|Looking right through the eyes of the subjugated|
This live art installation represents a colonial human zoo in what attempts, according to Bailey, to 'explode racial and cultural stereotypes rather than reinforce them'; by placing motionless performers in different positions, the piece aims at confronting and denounce colonialism as well as white European supremacy.
Not so, say many people who protested and signed a petition and who managed to shut down the display at the Barbican in London last September. For its critics, this show is a way of reinforcing prejudices and denigrating Black people.
Similar scenes of protest have been seen in France this month.
|Colonial human zoos, but is it art?|
I personally find it difficult to back any demand for a show to be censored, unless there is an element suggesting racial, ethnic, religious or gender hatred incitement. As this is clearly not case, I can only lament the fact that due to these protests many people will not be able to make their minds up.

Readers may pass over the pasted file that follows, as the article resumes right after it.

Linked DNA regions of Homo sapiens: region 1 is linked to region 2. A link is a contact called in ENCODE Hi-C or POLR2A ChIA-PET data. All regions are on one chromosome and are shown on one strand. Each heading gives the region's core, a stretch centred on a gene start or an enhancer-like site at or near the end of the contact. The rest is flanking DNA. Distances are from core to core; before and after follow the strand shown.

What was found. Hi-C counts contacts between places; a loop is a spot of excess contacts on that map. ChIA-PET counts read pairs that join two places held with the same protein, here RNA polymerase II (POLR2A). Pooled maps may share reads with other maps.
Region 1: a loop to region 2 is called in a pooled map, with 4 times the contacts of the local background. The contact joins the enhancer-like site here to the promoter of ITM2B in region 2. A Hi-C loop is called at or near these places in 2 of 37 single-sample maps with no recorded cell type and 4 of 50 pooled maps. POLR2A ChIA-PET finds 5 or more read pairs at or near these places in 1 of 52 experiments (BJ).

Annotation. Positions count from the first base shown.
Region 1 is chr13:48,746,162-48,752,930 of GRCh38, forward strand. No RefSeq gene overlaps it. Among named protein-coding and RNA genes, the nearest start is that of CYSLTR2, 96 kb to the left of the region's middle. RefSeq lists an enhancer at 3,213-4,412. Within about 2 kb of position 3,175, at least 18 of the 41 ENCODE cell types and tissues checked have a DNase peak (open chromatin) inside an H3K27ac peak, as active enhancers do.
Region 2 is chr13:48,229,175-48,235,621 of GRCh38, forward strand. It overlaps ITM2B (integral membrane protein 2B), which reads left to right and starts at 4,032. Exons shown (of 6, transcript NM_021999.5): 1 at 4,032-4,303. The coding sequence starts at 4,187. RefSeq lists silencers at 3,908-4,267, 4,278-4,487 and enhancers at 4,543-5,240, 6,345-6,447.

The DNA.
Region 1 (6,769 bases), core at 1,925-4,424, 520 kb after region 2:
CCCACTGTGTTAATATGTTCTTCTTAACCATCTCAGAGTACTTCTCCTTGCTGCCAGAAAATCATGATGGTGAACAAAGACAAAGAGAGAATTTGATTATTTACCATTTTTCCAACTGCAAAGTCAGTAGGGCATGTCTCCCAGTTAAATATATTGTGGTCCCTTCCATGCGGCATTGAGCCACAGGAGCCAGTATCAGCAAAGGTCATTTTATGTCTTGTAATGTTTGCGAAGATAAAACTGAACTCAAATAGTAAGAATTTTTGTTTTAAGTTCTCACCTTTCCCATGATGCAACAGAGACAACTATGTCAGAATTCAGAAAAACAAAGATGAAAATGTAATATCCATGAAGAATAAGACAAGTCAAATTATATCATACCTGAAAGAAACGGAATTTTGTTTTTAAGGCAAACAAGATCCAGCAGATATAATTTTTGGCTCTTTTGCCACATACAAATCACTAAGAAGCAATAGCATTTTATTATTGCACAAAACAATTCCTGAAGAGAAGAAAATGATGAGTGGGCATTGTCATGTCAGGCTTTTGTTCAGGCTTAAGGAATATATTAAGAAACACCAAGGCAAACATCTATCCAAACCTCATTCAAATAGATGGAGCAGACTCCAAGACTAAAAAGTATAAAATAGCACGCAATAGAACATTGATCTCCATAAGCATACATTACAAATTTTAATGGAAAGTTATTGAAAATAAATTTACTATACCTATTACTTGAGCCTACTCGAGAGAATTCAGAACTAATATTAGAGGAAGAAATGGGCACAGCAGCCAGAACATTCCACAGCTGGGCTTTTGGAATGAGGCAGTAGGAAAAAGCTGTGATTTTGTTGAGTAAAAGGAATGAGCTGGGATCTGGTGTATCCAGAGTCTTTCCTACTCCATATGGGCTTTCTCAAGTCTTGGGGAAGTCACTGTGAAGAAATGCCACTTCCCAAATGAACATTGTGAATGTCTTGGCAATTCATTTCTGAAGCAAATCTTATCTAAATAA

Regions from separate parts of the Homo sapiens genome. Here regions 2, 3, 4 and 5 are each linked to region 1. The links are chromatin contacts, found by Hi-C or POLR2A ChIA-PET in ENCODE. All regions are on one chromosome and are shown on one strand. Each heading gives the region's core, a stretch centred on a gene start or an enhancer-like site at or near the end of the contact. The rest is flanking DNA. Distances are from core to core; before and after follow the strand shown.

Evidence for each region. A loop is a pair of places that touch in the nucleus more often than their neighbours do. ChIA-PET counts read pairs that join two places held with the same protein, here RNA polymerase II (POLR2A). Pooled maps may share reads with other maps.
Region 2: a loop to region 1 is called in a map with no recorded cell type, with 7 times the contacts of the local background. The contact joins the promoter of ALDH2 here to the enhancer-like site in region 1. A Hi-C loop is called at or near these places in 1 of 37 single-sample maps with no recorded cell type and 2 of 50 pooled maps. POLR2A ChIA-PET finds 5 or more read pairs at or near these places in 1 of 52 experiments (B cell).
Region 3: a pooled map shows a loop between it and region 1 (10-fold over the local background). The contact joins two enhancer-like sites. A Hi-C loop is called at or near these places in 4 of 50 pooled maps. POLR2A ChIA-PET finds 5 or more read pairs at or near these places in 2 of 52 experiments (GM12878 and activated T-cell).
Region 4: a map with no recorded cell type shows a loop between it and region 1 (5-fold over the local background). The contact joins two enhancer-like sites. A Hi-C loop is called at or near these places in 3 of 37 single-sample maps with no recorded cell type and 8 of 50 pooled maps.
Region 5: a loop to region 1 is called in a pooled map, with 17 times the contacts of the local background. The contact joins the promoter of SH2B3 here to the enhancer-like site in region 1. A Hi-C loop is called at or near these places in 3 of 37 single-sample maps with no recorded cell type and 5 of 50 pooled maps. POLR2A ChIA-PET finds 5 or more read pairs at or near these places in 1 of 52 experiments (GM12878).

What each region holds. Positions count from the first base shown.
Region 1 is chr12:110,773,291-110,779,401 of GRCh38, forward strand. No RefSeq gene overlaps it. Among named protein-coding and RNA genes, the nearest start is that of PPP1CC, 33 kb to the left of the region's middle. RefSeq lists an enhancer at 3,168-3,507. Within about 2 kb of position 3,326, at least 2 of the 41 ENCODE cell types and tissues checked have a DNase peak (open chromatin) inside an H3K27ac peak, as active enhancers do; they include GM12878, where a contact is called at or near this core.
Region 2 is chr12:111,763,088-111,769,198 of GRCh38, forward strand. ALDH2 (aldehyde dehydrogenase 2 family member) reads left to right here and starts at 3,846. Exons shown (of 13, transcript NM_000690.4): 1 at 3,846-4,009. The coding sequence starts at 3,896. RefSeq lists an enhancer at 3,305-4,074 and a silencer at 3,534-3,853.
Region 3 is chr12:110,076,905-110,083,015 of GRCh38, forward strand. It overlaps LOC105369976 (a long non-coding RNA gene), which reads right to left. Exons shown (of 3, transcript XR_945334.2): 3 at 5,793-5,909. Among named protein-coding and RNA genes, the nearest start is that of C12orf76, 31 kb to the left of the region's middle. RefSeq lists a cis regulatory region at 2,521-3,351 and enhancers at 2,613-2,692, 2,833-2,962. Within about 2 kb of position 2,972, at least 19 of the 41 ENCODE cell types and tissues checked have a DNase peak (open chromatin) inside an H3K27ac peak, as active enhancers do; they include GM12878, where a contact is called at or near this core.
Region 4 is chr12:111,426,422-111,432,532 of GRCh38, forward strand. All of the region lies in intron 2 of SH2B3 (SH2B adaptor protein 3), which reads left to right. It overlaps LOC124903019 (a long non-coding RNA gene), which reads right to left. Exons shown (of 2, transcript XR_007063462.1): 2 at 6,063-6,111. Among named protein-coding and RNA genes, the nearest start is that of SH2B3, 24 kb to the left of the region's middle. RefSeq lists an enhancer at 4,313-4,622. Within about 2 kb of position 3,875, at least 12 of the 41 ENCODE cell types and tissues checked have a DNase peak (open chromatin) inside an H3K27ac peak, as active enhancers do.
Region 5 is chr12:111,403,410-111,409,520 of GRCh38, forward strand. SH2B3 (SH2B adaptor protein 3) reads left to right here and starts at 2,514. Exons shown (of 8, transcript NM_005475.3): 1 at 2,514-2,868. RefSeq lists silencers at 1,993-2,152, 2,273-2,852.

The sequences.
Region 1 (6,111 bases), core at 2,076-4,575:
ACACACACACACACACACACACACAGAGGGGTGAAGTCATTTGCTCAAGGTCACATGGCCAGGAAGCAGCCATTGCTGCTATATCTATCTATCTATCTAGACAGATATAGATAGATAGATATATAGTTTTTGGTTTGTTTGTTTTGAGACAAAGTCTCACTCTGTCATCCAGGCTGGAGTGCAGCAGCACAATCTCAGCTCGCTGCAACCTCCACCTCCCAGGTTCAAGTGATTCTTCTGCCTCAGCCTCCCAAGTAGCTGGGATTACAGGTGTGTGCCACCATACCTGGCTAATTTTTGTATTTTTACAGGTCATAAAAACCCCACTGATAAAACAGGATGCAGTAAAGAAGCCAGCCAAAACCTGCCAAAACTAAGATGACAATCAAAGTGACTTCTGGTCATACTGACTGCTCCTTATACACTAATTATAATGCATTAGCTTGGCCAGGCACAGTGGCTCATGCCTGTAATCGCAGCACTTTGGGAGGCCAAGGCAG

The verdict, then, is pretty clear in this occasion; may Exhibit B offend and disgust some people? Certainly; Can it be labelled as provocative and thought-provoking? Indeed; Are there any grounds for it to be banned? Absolutely not.